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Careers Clinic: How do I beat the crowd to get cast?

John Byrne. Photo: Catherine Usher John Byrne. Photo: Catherine Usher
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I’ll never forget my best friend telling me how lucky I was when we started drama school together. What she meant was that while she has, by her own admission, a very characterful and slightly unusual appearance, I fall much more into the ‘central casting’ type of ‘young, posh blonde’.

I’ll admit to being naturally blonde, although the comprehensive we both came from was the exact opposite of posh.

Two years after graduation, I am feeling a lot less lucky. My mate has had several good roles and is about to start a really big one. I’m honestly delighted for her, but my own career hasn’t taken off quite so quickly. I get my fair share of castings but usually for things that a lot of similar actors are up for, so I don’t get as many roles as I would like.

I went to an agent ‘meet and greet’ recently where I was told the reason is simply that I’m in the most competitive casting bracket. That’s both helpful and unhelpful: short of extreme plastic surgery I’m not sure what I can do to make things any better?

JOHN BYRNE’S ADVICE Knowing your casting type is obviously a very important starting point for any actor. But knowing your casting type and then spending your time wishing it was a different type is likely to be a less successful strategy.

Unless you are already an established name, the best chance you’ll have in the short term of playing against type will be to make your own work, something that every actor could usefully learn from doing at some point in their career.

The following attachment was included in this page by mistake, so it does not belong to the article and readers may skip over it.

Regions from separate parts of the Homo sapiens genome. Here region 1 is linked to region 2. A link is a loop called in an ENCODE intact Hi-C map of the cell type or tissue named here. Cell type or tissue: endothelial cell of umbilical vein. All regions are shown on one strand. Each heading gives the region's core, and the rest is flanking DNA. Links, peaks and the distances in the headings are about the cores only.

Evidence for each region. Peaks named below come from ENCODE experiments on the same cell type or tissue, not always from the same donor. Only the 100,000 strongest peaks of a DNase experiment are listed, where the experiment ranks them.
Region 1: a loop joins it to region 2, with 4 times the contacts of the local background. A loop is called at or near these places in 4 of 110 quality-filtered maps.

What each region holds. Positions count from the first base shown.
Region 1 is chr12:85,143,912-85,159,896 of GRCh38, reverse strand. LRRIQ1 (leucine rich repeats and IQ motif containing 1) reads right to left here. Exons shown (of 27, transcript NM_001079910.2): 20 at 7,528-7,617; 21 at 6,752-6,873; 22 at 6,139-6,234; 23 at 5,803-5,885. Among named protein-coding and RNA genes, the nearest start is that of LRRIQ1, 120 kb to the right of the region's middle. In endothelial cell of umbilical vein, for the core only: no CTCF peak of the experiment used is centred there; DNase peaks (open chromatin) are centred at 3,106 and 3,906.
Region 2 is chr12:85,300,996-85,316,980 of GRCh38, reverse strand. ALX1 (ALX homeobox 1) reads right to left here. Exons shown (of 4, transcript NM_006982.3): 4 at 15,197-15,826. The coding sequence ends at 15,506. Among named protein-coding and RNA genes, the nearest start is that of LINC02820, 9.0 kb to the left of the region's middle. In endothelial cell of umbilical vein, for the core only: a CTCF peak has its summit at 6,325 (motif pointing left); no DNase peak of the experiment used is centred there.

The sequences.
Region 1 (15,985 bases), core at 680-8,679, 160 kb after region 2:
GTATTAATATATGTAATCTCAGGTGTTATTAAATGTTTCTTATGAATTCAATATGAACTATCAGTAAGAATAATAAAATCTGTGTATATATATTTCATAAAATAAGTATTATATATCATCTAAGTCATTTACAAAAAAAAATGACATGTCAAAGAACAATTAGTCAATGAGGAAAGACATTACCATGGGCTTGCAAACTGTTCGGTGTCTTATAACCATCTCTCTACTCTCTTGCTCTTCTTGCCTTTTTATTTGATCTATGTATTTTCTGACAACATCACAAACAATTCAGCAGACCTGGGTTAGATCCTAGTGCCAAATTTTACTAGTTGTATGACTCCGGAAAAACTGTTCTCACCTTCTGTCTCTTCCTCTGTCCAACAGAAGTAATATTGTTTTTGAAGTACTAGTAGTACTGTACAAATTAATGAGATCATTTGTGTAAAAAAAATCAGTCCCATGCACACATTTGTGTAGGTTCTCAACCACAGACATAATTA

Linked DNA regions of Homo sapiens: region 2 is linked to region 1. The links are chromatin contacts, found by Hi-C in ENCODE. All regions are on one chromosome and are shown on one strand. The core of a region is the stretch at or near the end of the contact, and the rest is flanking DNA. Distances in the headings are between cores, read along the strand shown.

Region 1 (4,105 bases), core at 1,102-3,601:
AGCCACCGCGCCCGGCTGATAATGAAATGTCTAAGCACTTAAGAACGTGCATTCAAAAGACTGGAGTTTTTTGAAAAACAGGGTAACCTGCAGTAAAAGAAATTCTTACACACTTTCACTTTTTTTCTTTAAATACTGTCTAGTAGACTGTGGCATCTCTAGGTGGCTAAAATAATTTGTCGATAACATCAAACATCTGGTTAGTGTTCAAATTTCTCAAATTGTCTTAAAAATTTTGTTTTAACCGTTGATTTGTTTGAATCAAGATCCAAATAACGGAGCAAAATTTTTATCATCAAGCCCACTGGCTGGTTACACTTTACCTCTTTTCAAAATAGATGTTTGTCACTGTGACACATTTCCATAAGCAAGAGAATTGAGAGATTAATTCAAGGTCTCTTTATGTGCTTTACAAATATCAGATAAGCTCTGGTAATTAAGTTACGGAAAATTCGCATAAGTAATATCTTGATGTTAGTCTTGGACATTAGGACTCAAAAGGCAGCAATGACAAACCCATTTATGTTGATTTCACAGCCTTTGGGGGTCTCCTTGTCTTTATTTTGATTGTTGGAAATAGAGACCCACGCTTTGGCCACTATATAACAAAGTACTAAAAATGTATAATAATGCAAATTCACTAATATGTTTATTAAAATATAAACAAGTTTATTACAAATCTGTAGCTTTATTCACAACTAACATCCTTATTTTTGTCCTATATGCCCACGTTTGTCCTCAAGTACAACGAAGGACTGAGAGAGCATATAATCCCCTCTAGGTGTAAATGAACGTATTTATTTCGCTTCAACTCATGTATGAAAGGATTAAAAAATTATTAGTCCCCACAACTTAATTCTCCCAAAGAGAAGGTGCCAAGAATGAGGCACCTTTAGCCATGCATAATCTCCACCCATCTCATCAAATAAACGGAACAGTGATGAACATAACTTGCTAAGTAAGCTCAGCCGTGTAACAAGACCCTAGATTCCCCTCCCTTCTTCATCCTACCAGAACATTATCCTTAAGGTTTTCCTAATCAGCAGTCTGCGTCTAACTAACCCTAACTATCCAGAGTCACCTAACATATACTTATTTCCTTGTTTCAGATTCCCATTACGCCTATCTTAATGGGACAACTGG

As long as you want to work within the more general casting system, it makes sense to go beyond knowing your casting type. Become an expert on that casting type, and look for every opportunity to leverage it in your favour.

With that in mind, my first question would be “Do you know your casting type right now?” given that casting can change through an actor’s career.

Unless you have done so very recently, doing a quick casting survey among colleagues, teachers and (honest) friends would be a good first step. If the results confirm that you are still in the same broad casting bracket you thought you were, the next step is to drill down into that bracket.

For a lot of actors, casting type can be perceived as purely appearance and (playing) age-related, but many other elements such as personality, traits and specialist skills can also be factored in, and in different combinations can suggest a slightly wider range of castings and markets.

If one of those elements particularly stands out, is it something you could develop? Or could you get extra training in it to move it from one of your selling points to a stand-out one?

It certainly makes sense to study the market for your casting type in a lot of detail. Who else in that casting type is getting work and where are they getting it?

Certainly, some factors such as having a top-flight agent or an established reputation are less easy to duplicate if you don’t possess them already, but that won’t be true of all the actors you discover.

Are there other, more subtle, skills in play, or a different kind of presentation that working actors of your type are successfully using to stand out? Does it suggest anything extra you could be doing?

Above all, don’t buy into the myth that you can’t succeed in a crowded casting bracket. You are still a unique individual and the best way to help the industry to discover that is to keep working on discovering it for yourself.

Contact careers adviser John Byrne at dearjohn@thestage.co.uk or @dearjohnbyrne

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